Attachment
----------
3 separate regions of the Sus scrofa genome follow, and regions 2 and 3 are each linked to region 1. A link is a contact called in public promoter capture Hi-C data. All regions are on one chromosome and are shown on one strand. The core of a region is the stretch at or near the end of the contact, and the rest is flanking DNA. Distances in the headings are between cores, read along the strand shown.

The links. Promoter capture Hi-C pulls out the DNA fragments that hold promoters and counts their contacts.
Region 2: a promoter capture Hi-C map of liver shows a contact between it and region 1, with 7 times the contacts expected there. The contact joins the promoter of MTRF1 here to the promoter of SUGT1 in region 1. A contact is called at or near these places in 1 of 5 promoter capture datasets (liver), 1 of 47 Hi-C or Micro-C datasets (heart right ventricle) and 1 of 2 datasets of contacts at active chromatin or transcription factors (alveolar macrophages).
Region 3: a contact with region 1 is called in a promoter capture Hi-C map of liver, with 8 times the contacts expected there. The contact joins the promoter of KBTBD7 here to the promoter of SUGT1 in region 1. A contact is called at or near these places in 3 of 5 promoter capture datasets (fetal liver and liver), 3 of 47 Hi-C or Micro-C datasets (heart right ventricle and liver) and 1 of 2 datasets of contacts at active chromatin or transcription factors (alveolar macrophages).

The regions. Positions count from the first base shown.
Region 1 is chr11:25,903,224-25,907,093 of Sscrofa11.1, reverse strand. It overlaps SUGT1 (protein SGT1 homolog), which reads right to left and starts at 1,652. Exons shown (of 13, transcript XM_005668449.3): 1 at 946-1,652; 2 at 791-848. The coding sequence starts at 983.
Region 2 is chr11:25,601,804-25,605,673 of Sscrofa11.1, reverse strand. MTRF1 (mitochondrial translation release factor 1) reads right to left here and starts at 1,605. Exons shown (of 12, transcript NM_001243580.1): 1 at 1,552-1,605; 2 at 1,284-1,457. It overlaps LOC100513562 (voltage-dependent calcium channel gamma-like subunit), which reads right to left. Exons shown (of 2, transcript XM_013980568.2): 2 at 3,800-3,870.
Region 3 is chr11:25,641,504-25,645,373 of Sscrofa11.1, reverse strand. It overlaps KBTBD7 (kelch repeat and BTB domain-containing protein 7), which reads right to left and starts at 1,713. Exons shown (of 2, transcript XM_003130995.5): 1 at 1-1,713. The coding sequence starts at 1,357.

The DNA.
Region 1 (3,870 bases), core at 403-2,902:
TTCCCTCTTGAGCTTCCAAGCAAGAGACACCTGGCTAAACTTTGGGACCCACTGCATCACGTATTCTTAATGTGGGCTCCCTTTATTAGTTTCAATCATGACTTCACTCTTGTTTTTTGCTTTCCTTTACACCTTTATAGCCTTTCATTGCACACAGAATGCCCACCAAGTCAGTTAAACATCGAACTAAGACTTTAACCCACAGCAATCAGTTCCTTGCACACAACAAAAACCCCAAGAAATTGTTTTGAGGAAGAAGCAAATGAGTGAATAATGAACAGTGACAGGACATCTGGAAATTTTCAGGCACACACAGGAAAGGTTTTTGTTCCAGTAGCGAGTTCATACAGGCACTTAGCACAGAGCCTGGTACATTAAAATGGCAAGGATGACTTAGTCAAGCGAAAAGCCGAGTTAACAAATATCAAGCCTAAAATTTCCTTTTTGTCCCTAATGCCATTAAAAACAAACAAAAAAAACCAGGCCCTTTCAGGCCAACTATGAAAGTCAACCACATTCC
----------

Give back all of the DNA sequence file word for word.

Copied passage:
3 separate regions of the Sus scrofa genome follow, and regions 2 and 3 are each linked to region 1. A link is a contact called in public promoter capture Hi-C data. All regions are on one chromosome and are shown on one strand. The core of a region is the stretch at or near the end of the contact, and the rest is flanking DNA. Distances in the headings are between cores, read along the strand shown.

The links. Promoter capture Hi-C pulls out the DNA fragments that hold promoters and counts their contacts.
Region 2: a promoter capture Hi-C map of liver shows a contact between it and region 1, with 7 times the contacts expected there. The contact joins the promoter of MTRF1 here to the promoter of SUGT1 in region 1. A contact is called at or near these places in 1 of 5 promoter capture datasets (liver), 1 of 47 Hi-C or Micro-C datasets (heart right ventricle) and 1 of 2 datasets of contacts at active chromatin or transcription factors (alveolar macrophages).
Region 3: a contact with region 1 is called in a promoter capture Hi-C map of liver, with 8 times the contacts expected there. The contact joins the promoter of KBTBD7 here to the promoter of SUGT1 in region 1. A contact is called at or near these places in 3 of 5 promoter capture datasets (fetal liver and liver), 3 of 47 Hi-C or Micro-C datasets (heart right ventricle and liver) and 1 of 2 datasets of contacts at active chromatin or transcription factors (alveolar macrophages).

The regions. Positions count from the first base shown.
Region 1 is chr11:25,903,224-25,907,093 of Sscrofa11.1, reverse strand. It overlaps SUGT1 (protein SGT1 homolog), which reads right to left and starts at 1,652. Exons shown (of 13, transcript XM_005668449.3): 1 at 946-1,652; 2 at 791-848. The coding sequence starts at 983.
Region 2 is chr11:25,601,804-25,605,673 of Sscrofa11.1, reverse strand. MTRF1 (mitochondrial translation release factor 1) reads right to left here and starts at 1,605. Exons shown (of 12, transcript NM_001243580.1): 1 at 1,552-1,605; 2 at 1,284-1,457. It overlaps LOC100513562 (voltage-dependent calcium channel gamma-like subunit), which reads right to left. Exons shown (of 2, transcript XM_013980568.2): 2 at 3,800-3,870.
Region 3 is chr11:25,641,504-25,645,373 of Sscrofa11.1, reverse strand. It overlaps KBTBD7 (kelch repeat and BTB domain-containing protein 7), which reads right to left and starts at 1,713. Exons shown (of 2, transcript XM_003130995.5): 1 at 1-1,713. The coding sequence starts at 1,357.

The DNA.
Region 1 (3,870 bases), core at 403-2,902:
TTCCCTCTTGAGCTTCCAAGCAAGAGACACCTGGCTAAACTTTGGGACCCACTGCATCACGTATTCTTAATGTGGGCTCCCTTTATTAGTTTCAATCATGACTTCACTCTTGTTTTTTGCTTTCCTTTACACCTTTATAGCCTTTCATTGCACACAGAATGCCCACCAAGTCAGTTAAACATCGAACTAAGACTTTAACCCACAGCAATCAGTTCCTTGCACACAACAAAAACCCCAAGAAATTGTTTTGAGGAAGAAGCAAATGAGTGAATAATGAACAGTGACAGGACATCTGGAAATTTTCAGGCACACACAGGAAAGGTTTTTGTTCCAGTAGCGAGTTCATACAGGCACTTAGCACAGAGCCTGGTACATTAAAATGGCAAGGATGACTTAGTCAAGCGAAAAGCCGAGTTAACAAATATCAAGCCTAAAATTTCCTTTTTGTCCCTAATGCCATTAAAAACAAACAAAAAAAACCAGGCCCTTTCAGGCCAACTATGAAAGTCAACCACATTCC